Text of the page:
I started tutoring students five years ago and discovered my passion for teaching, particularly teaching reading, writing, and comprehension skills. I struggled with these subjects growing up, and was mentored by my tutors to develop a love of reading and writing. In college I discovered a passion for the social sciences, and earned a B.A. in Sociology and a B.A. in Psychology fro the University of Denver. These subjects introduced me to statistics and I have loved its practical and descriptive nature ever since.
The most effective and engaging teachers I have had throughout my academic career all had one thing in common: a genuine passion and enthusiasm for their subjects. In addition, the best teachers know how to make their subjects as engaging as possible by, for example, making a dry statistics lesson into an exploration of an interesting or quirky phenomena of relevance to the student.
With my students I strive to make lessons conversational and interactive because learning is an activity one participates in, not a lecture one merely listens to. The most complicated concepts can be simplified into approachable pieces of information by the right tutor. Look no further for your or your child's tutoring needs in reading, writing, comprehension, sociology, psychology, and statistics.
University of Denver - Bachelors, Psychology and Sociology
What is your teaching philosophy?
My teaching philosophy is best described as Socratic. This teaching method focuses on challenging students with inquiries and teaching them how to think, rather than simply communicating facts. When students are taught how to think and not what to think, they are better prepared for a world that rewards critical thinking skills over factual knowledge. Information is best retained through inquiry, and my teaching style engages and challenges students to not just retain facts, but understand how they fit together and how they apply to the world around them.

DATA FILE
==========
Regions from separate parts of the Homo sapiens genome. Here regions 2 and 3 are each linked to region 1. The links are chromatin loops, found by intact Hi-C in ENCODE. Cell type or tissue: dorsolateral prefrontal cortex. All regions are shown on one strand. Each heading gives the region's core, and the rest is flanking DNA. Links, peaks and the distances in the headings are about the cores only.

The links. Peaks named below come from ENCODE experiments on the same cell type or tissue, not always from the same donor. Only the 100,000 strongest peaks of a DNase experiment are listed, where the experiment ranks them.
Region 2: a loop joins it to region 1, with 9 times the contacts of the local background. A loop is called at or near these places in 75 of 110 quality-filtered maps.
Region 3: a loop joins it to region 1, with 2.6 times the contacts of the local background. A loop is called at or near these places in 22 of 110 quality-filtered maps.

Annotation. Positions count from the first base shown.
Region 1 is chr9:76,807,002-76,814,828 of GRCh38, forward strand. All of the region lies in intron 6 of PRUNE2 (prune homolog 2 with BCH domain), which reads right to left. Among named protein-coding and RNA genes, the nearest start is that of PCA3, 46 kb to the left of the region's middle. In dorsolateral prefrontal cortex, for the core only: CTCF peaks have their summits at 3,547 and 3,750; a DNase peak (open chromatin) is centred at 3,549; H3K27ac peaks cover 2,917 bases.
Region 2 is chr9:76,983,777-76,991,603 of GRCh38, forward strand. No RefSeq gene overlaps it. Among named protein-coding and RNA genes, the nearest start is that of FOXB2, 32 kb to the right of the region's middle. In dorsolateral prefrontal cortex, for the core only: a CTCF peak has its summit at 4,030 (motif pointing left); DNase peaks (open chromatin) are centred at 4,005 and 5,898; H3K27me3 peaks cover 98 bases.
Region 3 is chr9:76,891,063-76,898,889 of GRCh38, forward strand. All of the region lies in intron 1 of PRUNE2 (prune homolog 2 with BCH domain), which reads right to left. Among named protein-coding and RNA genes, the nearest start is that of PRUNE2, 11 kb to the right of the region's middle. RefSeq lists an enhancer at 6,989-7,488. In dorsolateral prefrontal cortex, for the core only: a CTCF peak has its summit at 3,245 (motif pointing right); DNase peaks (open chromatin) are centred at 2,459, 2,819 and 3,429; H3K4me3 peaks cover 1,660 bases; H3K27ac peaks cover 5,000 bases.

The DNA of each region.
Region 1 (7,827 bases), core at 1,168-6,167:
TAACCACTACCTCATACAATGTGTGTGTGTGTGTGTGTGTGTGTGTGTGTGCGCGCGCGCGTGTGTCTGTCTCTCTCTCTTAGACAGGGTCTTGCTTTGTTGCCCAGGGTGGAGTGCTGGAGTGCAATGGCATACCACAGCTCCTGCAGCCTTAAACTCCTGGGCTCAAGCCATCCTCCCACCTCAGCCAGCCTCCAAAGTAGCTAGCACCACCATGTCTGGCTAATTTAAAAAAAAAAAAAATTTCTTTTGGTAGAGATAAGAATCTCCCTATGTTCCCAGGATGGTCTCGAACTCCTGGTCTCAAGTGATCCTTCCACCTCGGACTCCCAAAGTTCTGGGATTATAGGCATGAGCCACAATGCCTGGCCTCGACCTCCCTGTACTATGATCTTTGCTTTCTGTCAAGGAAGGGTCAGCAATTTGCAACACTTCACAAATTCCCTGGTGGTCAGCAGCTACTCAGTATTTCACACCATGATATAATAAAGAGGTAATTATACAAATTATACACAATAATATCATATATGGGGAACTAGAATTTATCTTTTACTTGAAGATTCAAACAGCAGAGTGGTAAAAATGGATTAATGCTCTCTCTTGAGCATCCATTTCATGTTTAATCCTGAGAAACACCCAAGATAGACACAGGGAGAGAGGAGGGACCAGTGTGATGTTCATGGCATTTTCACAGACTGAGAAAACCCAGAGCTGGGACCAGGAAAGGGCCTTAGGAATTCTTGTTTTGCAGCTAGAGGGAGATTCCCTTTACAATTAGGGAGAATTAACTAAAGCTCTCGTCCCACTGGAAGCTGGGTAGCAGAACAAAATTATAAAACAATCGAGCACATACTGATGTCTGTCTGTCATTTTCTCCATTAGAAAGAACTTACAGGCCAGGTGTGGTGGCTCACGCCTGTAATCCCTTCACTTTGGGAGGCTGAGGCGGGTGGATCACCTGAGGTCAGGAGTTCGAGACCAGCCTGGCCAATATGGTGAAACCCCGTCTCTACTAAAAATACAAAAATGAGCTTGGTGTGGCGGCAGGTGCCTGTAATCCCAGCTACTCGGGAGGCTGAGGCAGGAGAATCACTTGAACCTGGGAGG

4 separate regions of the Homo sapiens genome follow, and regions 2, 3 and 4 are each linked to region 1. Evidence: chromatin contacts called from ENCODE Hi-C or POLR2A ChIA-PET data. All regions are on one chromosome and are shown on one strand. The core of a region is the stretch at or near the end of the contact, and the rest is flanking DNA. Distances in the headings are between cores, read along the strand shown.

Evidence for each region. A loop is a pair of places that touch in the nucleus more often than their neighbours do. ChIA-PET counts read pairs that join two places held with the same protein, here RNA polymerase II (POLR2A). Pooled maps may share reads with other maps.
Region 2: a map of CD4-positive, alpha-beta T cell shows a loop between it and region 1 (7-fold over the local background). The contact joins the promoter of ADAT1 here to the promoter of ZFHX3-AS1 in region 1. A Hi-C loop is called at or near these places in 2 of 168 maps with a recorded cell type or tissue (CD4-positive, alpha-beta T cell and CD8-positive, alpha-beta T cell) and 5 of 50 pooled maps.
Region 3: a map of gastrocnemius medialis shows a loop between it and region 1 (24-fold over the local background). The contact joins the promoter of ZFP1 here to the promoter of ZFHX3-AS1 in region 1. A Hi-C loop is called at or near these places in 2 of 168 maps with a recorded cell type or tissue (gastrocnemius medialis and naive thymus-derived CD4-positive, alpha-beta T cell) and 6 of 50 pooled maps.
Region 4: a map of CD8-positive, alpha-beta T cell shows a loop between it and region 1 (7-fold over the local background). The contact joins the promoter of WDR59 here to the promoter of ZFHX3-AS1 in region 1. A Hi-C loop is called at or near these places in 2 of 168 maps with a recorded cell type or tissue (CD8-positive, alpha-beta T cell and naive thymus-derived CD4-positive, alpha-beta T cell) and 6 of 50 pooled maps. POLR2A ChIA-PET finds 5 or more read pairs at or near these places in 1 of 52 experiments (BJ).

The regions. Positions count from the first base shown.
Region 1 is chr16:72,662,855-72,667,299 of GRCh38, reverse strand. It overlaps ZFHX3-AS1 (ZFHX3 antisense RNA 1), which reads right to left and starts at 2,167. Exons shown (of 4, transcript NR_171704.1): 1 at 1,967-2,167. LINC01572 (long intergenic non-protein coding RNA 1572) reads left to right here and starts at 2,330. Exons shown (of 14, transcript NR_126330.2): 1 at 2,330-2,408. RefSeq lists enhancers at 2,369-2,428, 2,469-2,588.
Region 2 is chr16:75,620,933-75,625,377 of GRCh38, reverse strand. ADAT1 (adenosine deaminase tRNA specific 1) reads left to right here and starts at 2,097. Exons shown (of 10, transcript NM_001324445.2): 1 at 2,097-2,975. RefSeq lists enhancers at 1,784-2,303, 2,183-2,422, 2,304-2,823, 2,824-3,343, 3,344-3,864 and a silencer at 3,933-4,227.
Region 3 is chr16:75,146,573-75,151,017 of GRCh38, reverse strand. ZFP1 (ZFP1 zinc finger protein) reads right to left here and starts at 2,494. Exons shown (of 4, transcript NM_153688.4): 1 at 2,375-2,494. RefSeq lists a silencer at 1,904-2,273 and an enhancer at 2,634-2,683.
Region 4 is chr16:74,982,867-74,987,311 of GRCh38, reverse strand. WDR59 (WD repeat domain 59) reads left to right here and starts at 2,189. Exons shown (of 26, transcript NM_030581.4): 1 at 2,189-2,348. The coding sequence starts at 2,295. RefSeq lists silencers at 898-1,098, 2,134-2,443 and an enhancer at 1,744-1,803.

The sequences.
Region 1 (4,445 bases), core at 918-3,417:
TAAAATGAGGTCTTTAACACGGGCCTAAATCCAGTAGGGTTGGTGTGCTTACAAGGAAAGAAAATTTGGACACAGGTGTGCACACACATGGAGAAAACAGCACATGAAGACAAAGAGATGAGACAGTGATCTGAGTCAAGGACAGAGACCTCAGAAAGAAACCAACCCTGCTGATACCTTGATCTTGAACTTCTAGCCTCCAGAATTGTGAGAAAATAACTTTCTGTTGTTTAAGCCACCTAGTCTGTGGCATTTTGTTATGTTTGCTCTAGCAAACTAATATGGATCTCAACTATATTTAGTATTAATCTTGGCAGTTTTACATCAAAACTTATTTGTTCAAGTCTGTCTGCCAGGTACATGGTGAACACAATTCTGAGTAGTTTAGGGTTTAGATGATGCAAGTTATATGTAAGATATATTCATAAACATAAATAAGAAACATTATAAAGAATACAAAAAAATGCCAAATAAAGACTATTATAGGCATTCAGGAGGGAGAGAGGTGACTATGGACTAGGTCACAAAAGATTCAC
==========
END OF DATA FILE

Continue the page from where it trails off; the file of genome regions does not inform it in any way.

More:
What might you do in a typical first session with a student?
In a first session I get to know a student. This often includes basic information, such as their favorite subject in school and their hobbies outside of school. I also share my passions and hobbies. Then, the student and I will discuss how I can best help them to achieve their educational goals, and work on a plan of action to get them where they wish to be.
How can you help a student become an independent learner?
Learning is a skill. To be an effective student and one who excels seemingly effortlessly, one must be taught how to learn. This is an integral part of the Socratic teaching method, in which teachers teach students how to think in order to conquer any learning challenge. Skills associated with learning how to learn include: study skills, note-taking skills, asking the right questions, organizing information, and analytical and critical-thinking skills.
How would you help a student stay motivated?
It is often frustrating to be behind or struggle with a subject. Thus, in my teaching style, every educational victory is celebrated. I motivate students by encouraging their curiosities, relating subject matter to their personal interests, and emphasizing the importance of education.